What is a Prepaid SIM Card?

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  • Written By: Lynne William
  • Edited By: Bronwyn Harris
  • Last Modified Date: 26 November 2018
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The Subscriber Identity Module (SIM) card is a small computer board that is at the heart of every cell phone. Among other functions, the SIM card contains information such as the phone number, the carrier being used, and the rates to be paid by the user for services. Other information is also stored on the SIM card, such as the user's phone directory and list of recent calls. Though the SIM card itself is simply the device that used to identify the subscriber on a network, SIM cards are often marketed as postpaid or prepaid. A prepaid SIM card usually comes along with a specified amount of credit with the calling company which can be topped up as needed.

A postpaid SIM card permits the user to talk for as long as they like. The calls are logged and the user is billed monthly for the talk time and other services used, such as outgoing text messages and the purchase of ring tones. It's usually a requirement for postpaid cell phone SIM cards that a credit card be on file with the carrier, as they are providing a service in advance of payment that can easily amount to hundreds of dollars if the user isn't careful.


A prepaid SIM card is purchased for a set amount that acts as a credit balance with the provider. As talk time and other services are used, the company makes charges against the credit amount. If the credit drops to zero, service is immediately discontinued. The card must be reloaded with additional credit in order for service to continue or to be restored.

Generally speaking, a prepaid SIM card has a time limit on how long the credit is available for use. When this time expires, the balance is lost unless the user has already reloaded their account. Reloading in advance of expiration usually allows the balance from the previous period to carry over in addition to the new credit amount. Some SIM card providers allow users unlimited talk time free of charge between certain hours and on weekends, just like standard postpaid cell phone accounts.

Other than the fact that a prepaid SIM card is paid for in advance of services provided, it works the same as a postpaid card. Unlike prepaid calling cards, no special dialing codes are required. Callers dialing a prepaid cell phone will not notice a difference.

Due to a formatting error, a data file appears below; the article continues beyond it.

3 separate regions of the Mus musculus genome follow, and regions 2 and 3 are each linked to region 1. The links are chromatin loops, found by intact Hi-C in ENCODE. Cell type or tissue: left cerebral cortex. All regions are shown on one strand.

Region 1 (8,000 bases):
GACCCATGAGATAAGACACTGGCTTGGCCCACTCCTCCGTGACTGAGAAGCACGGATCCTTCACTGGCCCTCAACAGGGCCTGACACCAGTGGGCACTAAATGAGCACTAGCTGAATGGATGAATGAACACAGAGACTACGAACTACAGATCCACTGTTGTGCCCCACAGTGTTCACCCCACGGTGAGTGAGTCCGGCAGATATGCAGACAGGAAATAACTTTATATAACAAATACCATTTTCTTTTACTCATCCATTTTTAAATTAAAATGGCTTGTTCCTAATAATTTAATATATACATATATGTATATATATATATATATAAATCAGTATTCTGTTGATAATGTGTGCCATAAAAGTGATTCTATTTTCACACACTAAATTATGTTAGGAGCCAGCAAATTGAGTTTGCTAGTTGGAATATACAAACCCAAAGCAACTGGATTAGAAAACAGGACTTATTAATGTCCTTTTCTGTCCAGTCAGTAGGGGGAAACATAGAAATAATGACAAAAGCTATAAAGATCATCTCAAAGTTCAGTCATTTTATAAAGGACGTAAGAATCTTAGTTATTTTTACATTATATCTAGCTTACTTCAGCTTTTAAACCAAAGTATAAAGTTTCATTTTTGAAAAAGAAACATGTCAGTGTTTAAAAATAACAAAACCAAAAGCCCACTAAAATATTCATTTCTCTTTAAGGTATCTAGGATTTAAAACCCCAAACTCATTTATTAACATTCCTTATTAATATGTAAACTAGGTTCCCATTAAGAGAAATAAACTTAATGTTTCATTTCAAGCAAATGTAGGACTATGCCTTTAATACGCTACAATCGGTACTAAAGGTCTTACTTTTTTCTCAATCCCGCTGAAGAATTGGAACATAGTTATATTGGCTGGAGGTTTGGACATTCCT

These cards can be a smart, economical option for those on a budget, for those with children in the family, and for people with credit problems. Since talk time is only available for as long as the credit balance holds out, it's impossible to go over budget. Neither a credit card nor good credit is required to purchase most prepaid SIMs. Along with starter phones, prepaid SIM cards are available for purchase at large electronics stores such as Best Buy, department stores such as Walmart, as well as many chain grocery stores and pharmacies. Most major cellular service providers offer one or more prepaid options.


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Post 8

I always use a prepaid card when abroad to stay connected and for cheap data. A few weeks ago I found a really amazing lifehack to link my regular home number to foreign card - Roamer App. It saved me tons of cash. Instead of $2 per minute and $10 per MB. I paid only $20 for a prepaid card and $20 in Roamer on my last trip. So, my savings were $1,160!

Post 7

@JessicaLynn - That is annoying. I think when you get a prepaid SIM card phone, you have to figure out how many minutes you actually use so you don't purchase too many. And, you can always reload your minutes so it's a good idea to just start off with a small amount of minutes and see how much you use.

Post 6

I think a cheap prepaid SIM card can be really great, especially for people who don't use their cell phones very often. My grandmother has a prepaid phone, because she just doesn't like to use her cell phone enough to justify having a monthly bill. But we like her to have one in case of emergencies and so we can get in touch with her.

However, I find it really annoying that the minutes expire if you don't use them up within a certain amount of time. They should be good forever once you buy them, because they're paid for. My grandma often doesn't use up all her minutes before they expire.

Post 5

@sunnySkys - I think (at least according to the article, and from what I've heard) that all cell phones have a SIM card inside. I know some phones allow you easy access to the postpaid or prepaid cell phone SIM card, while other phones make them harder to access. You may have a phone with a less accessible SIM card.

Post 4

I've never used a prepaid wireless SIM card myself. I've always had a postpaid cell phone account, and I'm assuming my phone has a SIM card inside of it. However, I've never had to provide my credit card information to my phone company before using my phone. They just send me a bill every month and I pay it.

And of course, if I don't pay the bill within a certain time, they shut the phone off. It's not as good a solution as getting a credit card number up front, but then again, most people will pay the balance to get their phone back on.

Post 2

Thanks for the definitions.

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